Ken of and Kevin Underhill at Lowering the Bar broke the story that, on Friday, Carreon did, in fact, file suit with the United States District Court in Northern California, naming not just Inman as a defendant, but also IndieGoGo, the National Wildlife Federation and the American Cancer Society. Granted, Carreon isn’t alleging that the latter defendants did anything wrong, but he is trying to legally enjoin them from receiving any money.

Man, I’m just all sorts of awed that internet litigation has moved on from the idle threats phase that we saw in the mid-2000’s to the full-court press we’re seeing now.

One Punch Reviews #67: The Line

Did you know Anthony Bourdain has a comic published by Vertigo? It was a surprise to me. It’s called Get Jiro!, and he describes it as a “gourmet slaughterfest”. I suppose this sounds like yet another random mash-up to some … but to me, it’s a perfectly logical extension of a chef’s duties.

It just never occurred to me until now that chefs may be more desensitized to violence than the average person. While we get to experience violence from the comfort of our living room chairs, these hearty souls must deal with blood, gore, and viscera on a daily basis. Perhaps the most gruesome thing I’ve seen on TV was the original Japanese Iron Chef, where, on TV, they grab live fish, slap them onto a table, and gut them as the spark of life goes out in their fishy eyes. Chef’s view it all with a jaded eye, only thinking of how in death they will be transformed into something glorious. Then they chop it, fry it, and transform it into something that distances the eater from its violent origins.

That’s probably why the characters in Kevin Church and Paul Silvi’s The Line seem to be one foul outburst away from snapping and murdering someone in cold blood. But really, given their hectic conditions, who could blame them?

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Random Quickies: Little League


Do you like seeing the DC Comics’ heroes as little kids? Sure, who doesn’t? There was even a whole episode of Justice League Unlimited devoted to that very concept. Well, cartoonist Yale Stewart goes head-on with the Justice League meets The Muppet Babies concept in his too-cute-for-words webcomic Little League. It’s the DC comic universe de-aged and seen mainly through the eyes of the World’s Finest Tykes: Li’l Bats and Li’l Supes. Together, they must engage in epic battles with villains like Lex Luthor (leader of the big kids), deal with mandated costume changes, and play the deadliest game of them all — dodgeball.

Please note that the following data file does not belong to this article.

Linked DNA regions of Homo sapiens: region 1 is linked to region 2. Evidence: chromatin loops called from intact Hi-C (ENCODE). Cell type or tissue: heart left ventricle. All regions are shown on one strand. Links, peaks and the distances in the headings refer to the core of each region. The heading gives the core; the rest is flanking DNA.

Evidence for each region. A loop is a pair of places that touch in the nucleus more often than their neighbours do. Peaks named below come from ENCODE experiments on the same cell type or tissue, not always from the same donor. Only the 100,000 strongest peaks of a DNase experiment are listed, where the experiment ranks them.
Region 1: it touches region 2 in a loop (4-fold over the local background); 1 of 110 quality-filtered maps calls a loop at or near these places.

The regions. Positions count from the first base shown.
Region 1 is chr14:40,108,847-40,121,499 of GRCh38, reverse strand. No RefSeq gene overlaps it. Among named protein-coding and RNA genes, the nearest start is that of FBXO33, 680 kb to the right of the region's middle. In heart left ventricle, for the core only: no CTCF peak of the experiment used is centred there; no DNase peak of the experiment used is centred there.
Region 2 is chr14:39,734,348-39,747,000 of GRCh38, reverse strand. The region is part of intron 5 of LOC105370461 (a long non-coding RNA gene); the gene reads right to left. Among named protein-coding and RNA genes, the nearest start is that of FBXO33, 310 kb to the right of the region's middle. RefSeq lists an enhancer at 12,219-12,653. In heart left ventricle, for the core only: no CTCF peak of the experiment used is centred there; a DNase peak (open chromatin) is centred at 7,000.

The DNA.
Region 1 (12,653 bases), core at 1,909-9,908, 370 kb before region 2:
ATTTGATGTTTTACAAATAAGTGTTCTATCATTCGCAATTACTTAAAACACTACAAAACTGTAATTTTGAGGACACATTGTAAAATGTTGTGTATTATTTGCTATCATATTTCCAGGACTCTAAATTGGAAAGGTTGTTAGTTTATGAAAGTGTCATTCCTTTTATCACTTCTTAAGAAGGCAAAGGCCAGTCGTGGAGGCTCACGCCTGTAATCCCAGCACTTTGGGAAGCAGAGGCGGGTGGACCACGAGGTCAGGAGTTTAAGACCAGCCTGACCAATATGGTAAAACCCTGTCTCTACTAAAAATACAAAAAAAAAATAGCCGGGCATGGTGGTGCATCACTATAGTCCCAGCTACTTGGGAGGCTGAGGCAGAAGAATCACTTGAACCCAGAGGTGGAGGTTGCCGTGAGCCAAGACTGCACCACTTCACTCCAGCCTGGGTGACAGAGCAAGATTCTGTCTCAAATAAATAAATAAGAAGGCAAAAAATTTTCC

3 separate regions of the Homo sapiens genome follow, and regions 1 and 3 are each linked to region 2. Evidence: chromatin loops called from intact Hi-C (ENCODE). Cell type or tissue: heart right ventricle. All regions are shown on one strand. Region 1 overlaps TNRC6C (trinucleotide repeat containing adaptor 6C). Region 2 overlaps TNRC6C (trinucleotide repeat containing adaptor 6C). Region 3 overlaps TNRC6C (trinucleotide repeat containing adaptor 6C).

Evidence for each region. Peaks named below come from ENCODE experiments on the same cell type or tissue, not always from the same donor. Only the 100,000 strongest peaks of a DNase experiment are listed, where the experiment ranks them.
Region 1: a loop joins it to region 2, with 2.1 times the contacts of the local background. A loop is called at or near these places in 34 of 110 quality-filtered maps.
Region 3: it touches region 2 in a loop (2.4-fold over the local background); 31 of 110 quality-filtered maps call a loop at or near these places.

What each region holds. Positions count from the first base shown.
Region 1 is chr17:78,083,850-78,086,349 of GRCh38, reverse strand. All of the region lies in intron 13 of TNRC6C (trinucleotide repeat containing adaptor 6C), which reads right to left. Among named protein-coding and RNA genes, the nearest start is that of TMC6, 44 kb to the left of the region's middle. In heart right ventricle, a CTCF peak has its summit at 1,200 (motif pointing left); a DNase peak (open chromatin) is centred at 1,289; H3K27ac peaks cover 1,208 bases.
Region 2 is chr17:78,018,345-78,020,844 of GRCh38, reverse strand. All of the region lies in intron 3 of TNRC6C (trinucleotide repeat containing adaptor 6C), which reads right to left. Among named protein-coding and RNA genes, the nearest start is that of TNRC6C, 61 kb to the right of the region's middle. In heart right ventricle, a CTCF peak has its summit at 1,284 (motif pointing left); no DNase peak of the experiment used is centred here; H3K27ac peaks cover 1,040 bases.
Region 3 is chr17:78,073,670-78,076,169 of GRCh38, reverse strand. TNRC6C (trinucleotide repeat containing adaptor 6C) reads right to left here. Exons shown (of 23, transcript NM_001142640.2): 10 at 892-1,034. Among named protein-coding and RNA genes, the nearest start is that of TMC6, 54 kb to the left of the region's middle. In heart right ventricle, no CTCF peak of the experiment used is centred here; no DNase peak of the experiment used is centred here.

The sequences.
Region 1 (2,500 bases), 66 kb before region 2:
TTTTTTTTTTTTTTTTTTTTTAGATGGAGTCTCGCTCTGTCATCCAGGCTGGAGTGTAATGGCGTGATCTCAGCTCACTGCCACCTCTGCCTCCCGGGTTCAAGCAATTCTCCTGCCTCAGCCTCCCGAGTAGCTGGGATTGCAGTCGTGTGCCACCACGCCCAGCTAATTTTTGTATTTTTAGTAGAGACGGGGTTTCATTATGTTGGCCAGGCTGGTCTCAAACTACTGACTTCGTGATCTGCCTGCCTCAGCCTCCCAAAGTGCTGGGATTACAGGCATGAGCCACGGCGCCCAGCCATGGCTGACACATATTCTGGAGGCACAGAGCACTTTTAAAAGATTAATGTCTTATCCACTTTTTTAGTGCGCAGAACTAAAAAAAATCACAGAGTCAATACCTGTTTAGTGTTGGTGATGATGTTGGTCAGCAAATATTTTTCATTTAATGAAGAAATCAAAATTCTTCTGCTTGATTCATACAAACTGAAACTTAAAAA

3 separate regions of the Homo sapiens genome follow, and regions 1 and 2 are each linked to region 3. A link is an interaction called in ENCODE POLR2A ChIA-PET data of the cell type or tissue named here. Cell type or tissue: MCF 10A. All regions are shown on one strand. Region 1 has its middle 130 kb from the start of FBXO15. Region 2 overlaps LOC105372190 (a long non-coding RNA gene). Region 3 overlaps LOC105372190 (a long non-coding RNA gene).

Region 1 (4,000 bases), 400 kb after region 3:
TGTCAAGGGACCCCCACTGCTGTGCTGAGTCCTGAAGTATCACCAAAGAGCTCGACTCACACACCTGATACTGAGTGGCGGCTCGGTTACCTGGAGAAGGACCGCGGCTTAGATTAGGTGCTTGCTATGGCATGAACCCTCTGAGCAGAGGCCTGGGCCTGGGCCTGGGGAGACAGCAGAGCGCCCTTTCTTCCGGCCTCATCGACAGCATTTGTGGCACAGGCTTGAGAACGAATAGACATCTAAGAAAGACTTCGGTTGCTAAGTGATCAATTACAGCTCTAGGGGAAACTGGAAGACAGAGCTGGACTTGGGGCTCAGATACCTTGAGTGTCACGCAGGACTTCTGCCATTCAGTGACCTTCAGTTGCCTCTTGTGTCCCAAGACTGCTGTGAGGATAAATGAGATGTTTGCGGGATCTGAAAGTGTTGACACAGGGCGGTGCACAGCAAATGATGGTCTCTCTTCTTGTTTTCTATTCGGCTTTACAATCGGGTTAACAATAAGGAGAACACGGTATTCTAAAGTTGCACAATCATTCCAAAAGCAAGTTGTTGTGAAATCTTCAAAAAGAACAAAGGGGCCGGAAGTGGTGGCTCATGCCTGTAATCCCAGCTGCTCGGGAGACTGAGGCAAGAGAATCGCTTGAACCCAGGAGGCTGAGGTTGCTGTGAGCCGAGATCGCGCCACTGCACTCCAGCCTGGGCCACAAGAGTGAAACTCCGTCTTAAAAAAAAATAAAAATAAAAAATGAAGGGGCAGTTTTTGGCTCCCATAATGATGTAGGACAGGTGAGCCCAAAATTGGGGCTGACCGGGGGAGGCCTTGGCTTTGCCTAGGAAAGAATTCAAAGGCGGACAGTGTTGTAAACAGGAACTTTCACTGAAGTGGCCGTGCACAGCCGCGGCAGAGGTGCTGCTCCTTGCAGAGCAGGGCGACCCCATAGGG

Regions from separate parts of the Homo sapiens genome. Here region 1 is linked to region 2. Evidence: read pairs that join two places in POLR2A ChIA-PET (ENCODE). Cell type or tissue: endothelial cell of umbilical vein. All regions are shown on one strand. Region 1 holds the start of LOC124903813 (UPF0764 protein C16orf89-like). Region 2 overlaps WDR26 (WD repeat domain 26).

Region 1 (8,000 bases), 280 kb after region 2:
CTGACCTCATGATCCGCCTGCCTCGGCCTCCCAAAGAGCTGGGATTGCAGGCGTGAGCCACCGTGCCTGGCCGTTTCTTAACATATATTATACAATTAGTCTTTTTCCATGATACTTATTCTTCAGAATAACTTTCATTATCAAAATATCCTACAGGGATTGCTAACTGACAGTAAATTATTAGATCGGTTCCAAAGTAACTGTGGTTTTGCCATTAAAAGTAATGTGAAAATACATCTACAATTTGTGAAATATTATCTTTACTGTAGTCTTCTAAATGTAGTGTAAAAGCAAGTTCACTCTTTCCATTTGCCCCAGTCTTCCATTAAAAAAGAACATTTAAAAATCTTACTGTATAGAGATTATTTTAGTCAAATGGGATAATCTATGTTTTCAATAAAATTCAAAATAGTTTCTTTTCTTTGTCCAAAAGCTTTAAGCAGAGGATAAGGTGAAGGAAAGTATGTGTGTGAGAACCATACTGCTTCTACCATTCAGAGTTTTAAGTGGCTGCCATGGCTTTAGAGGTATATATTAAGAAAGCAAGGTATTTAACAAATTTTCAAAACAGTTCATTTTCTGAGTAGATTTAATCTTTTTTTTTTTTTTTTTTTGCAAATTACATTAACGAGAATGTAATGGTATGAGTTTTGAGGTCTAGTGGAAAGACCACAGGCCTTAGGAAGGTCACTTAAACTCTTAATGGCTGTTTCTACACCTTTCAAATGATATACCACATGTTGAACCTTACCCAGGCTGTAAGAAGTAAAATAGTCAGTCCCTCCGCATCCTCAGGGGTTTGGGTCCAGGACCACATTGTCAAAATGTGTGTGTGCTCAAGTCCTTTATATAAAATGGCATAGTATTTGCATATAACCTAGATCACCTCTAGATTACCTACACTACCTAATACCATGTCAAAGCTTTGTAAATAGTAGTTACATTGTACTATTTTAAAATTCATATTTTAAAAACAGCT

The Webcomic Overlook #203: Hejibits

Hey, kids! Do you know what time it is? It’s time for that video game expo! No, not the one founded by the webcomic guys. The other one. The one in LA. Um… the Electronic Entertainment Expo, also known as E3. It’s like, sort of a big deal (not really). And to celebrate this great day, let’s take a look at another webcomic about video gaaaaammmmmeeeeeeeeeeee…

Uh, yeah. I’m not doing that anymore. I think last time I stretched out that word, it broke my blog.

Hejibits, written by John Kleckner, is almost throwback to an earlier era. To read it is to remember of the days when the internet bubble was just bursting, Homestar Runner ruled the internet, Weird Al Yankovic experienced a new burst in popularity with “White and Nerdy”, Kanye West was calling people out on his blog for being squidbrains, and webcomics were about roommates and done in MS Paint. To read Hejibits is to reminisce of the days when was just starting out. Remember Cyanide and Happiness? Of course you do, you old fart.